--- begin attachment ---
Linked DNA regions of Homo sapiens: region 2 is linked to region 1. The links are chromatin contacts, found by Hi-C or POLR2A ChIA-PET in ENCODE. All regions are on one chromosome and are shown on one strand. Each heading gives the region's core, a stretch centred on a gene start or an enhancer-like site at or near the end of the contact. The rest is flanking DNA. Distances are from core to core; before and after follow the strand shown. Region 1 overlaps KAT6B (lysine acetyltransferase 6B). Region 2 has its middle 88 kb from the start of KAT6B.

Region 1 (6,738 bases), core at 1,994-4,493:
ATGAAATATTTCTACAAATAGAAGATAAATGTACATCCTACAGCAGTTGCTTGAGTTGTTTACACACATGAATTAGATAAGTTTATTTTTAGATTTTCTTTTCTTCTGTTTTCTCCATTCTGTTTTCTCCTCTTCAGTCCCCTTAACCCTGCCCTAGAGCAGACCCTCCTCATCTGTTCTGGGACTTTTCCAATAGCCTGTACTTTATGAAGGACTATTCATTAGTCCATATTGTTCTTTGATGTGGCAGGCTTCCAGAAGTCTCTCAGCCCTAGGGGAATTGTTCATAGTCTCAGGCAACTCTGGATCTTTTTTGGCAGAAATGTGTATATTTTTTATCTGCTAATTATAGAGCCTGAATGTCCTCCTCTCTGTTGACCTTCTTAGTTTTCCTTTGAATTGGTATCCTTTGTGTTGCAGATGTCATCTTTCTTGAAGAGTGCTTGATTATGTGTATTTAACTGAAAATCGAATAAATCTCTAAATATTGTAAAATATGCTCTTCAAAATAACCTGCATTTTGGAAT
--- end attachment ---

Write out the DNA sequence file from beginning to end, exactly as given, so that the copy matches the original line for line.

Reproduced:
Linked DNA regions of Homo sapiens: region 2 is linked to region 1. The links are chromatin contacts, found by Hi-C or POLR2A ChIA-PET in ENCODE. All regions are on one chromosome and are shown on one strand. Each heading gives the region's core, a stretch centred on a gene start or an enhancer-like site at or near the end of the contact. The rest is flanking DNA. Distances are from core to core; before and after follow the strand shown. Region 1 overlaps KAT6B (lysine acetyltransferase 6B). Region 2 has its middle 88 kb from the start of KAT6B.

Region 1 (6,738 bases), core at 1,994-4,493:
ATGAAATATTTCTACAAATAGAAGATAAATGTACATCCTACAGCAGTTGCTTGAGTTGTTTACACACATGAATTAGATAAGTTTATTTTTAGATTTTCTTTTCTTCTGTTTTCTCCATTCTGTTTTCTCCTCTTCAGTCCCCTTAACCCTGCCCTAGAGCAGACCCTCCTCATCTGTTCTGGGACTTTTCCAATAGCCTGTACTTTATGAAGGACTATTCATTAGTCCATATTGTTCTTTGATGTGGCAGGCTTCCAGAAGTCTCTCAGCCCTAGGGGAATTGTTCATAGTCTCAGGCAACTCTGGATCTTTTTTGGCAGAAATGTGTATATTTTTTATCTGCTAATTATAGAGCCTGAATGTCCTCCTCTCTGTTGACCTTCTTAGTTTTCCTTTGAATTGGTATCCTTTGTGTTGCAGATGTCATCTTTCTTGAAGAGTGCTTGATTATGTGTATTTAACTGAAAATCGAATAAATCTCTAAATATTGTAAAATATGCTCTTCAAAATAACCTGCATTTTGGAAT